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Tip: Understanding Rank

PEP-Web Tip of the Day

When you do a search, you can sort the results bibliographically alphabetical or by “rank”. What is Rank?

Rank refers to the search engine’s “best guess” as to the relevance of the result to the search you specified. The exact method of ranking used varies a bit depending on the search. In its most basic level, when you specify a single search term, rank looks at the density of the matches for the word in the document, and how close to the beginning of the document they appear as a measure of importance to the paper’s topic. The documents with the most matches and where the term is deemed to have the most importance, have the highest “relevance” and are ranked first (presented first).

When you specify more than one term to appear anywhere in the article, the method is similar, but the search engine looks at how many of those terms appear, and how close together they appear, how close to the beginning of the document, and can even take into account the relative rarity of the search terms and their density in the retrieved file, where infrequent terms count more heavily than common terms.

To see a simple example of this, search for the words (not the phrase, so no quotes):

unconscious communications

Look at the density of matches in each document on the first page of the hits. Then go to the last page of matched documents, and observe the density of matches within the documents.

A more complex search illustrates this nicely with a single page and only 15 matches:

counter*tr* w/25 “liv* out” w/25 enact*

There are a lot of word forms and variants of the words (due to the * wildcards) above that can match, but the proximity (w/25) clause limits the potential for matching. What’s interesting here though is how easily you can see the match density decrease as you view down the short list.

The end result of selecting order by rank is that the search engine’s best “guess” as to which articles are more relevant appear higher on the list than less relevant articles.

For the complete list of tips, see PEP-Web Tips on the PEP-Web support page.

Gonz├ílez Ch., J.L. (1955). PSICOSIS PARANOIDE TRANSFERENCIAL. Rev. psicoanál., 12(2):234-244.

(1955). Revista de Psicoanálisis, 12(2):234-244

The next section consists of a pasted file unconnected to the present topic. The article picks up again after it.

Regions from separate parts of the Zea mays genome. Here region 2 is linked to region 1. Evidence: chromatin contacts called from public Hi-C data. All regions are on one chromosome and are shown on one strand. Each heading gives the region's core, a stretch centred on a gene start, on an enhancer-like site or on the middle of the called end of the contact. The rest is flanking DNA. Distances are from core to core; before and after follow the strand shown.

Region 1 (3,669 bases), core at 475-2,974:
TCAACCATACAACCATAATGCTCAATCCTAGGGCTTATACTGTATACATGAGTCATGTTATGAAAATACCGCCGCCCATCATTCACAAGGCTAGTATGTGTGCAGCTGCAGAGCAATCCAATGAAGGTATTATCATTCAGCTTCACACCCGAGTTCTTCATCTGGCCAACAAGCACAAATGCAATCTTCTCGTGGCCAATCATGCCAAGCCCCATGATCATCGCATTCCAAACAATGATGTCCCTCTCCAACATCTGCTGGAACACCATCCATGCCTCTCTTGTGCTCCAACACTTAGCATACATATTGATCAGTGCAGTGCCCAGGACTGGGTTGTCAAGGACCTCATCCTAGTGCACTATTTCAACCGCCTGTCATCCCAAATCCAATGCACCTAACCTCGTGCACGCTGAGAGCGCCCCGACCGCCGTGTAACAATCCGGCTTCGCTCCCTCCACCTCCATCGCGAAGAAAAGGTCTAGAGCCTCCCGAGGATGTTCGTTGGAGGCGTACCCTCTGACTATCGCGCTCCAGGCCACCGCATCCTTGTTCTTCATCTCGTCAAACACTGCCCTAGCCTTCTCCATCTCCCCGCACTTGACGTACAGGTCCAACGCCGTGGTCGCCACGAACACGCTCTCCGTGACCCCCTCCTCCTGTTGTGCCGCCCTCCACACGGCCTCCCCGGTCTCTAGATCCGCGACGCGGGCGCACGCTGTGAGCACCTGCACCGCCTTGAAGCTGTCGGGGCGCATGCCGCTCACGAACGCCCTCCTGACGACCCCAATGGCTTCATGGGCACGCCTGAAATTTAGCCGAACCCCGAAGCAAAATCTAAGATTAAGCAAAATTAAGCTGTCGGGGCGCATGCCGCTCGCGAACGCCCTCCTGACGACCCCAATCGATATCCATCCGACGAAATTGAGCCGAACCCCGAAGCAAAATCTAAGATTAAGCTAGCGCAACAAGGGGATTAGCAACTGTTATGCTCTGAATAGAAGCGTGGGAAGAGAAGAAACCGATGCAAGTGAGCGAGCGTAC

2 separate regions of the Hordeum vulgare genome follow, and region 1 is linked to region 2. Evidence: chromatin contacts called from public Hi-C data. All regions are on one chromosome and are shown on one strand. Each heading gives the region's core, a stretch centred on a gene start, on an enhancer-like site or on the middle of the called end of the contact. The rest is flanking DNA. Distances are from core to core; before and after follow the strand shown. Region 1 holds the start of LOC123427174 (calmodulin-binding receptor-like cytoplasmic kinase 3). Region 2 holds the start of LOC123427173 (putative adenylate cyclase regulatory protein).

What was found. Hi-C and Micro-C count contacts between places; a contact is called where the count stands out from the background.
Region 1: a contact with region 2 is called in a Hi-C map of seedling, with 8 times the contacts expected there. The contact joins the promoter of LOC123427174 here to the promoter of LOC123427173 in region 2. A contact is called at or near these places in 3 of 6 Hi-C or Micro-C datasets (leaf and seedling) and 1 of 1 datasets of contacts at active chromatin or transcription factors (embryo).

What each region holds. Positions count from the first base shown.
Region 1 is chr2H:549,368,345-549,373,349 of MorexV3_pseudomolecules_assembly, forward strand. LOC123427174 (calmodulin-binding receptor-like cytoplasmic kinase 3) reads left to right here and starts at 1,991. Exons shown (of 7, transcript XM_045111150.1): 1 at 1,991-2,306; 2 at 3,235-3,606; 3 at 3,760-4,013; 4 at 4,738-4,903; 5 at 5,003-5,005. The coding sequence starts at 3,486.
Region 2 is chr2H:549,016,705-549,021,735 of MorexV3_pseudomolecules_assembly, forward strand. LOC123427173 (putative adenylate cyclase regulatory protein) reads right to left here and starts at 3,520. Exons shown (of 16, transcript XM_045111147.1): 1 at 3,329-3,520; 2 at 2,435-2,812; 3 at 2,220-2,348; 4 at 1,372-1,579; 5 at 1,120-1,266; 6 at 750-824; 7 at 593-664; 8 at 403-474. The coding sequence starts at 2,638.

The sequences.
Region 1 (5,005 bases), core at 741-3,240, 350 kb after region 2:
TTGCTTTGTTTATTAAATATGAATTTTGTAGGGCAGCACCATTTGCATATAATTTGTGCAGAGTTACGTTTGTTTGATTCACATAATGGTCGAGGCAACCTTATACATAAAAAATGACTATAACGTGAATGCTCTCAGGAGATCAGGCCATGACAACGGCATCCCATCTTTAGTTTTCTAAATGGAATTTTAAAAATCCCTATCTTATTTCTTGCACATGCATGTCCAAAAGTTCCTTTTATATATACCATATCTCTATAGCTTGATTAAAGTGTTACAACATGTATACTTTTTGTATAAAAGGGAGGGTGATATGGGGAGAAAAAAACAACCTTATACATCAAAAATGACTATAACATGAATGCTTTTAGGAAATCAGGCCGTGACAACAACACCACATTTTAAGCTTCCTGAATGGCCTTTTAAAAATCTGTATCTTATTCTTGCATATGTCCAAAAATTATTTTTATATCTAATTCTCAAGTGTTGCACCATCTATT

PSICOSIS PARANOIDE TRANSFERENCIAL

José Luis González Ch.

Objeto de la comunicación

Desde fines de 1949, tengo en tratamiento a una joven de 30 años. Solicitó su análisis por tener depresiones, ideas de suicidio, conflictos familiares e insatisfacción general. Es una personalidad histérica, ya que sus problemas esenciales se planteaban en el plano edípico del desarrollo de la libido, y las posiciones fálicas alcanzadas le permitían satisfacciones sexuales, fallando en cambio el afianzamiento de su relación objetal por el conflicto inconsciente infantil con los padres.

Tenía conscientemente un intenso odio hacia el padre, que ocasionaba choques frecuentes entre ellos.

Desde las primeras sesiones, pude observar que el rencor hacia el padre constituía un núcleo paranoide importantísimo y que los mecanismos histéricos eran la defensa para su completo florecimiento.

El objeto de esta comunicación es presentar los mecanismos principales que pudieron ser observados en la entrada al período psicótico y en relación con la transferencia. Para poder comprenderlos, daré las notas esenciales de su historial.

Historial

El padre es un hombre severo, sarcástico y dominante. La madre, dedicada al hogar, es inteligente, trata de suavizar los modales del marido, pero es la principal frustradora de las tendencias sexuales de la paciente. Son tres hermanas: la enferma ocupa el lugar intermedio con una diferencia de año y medio entre la mayor y la menor.

Después

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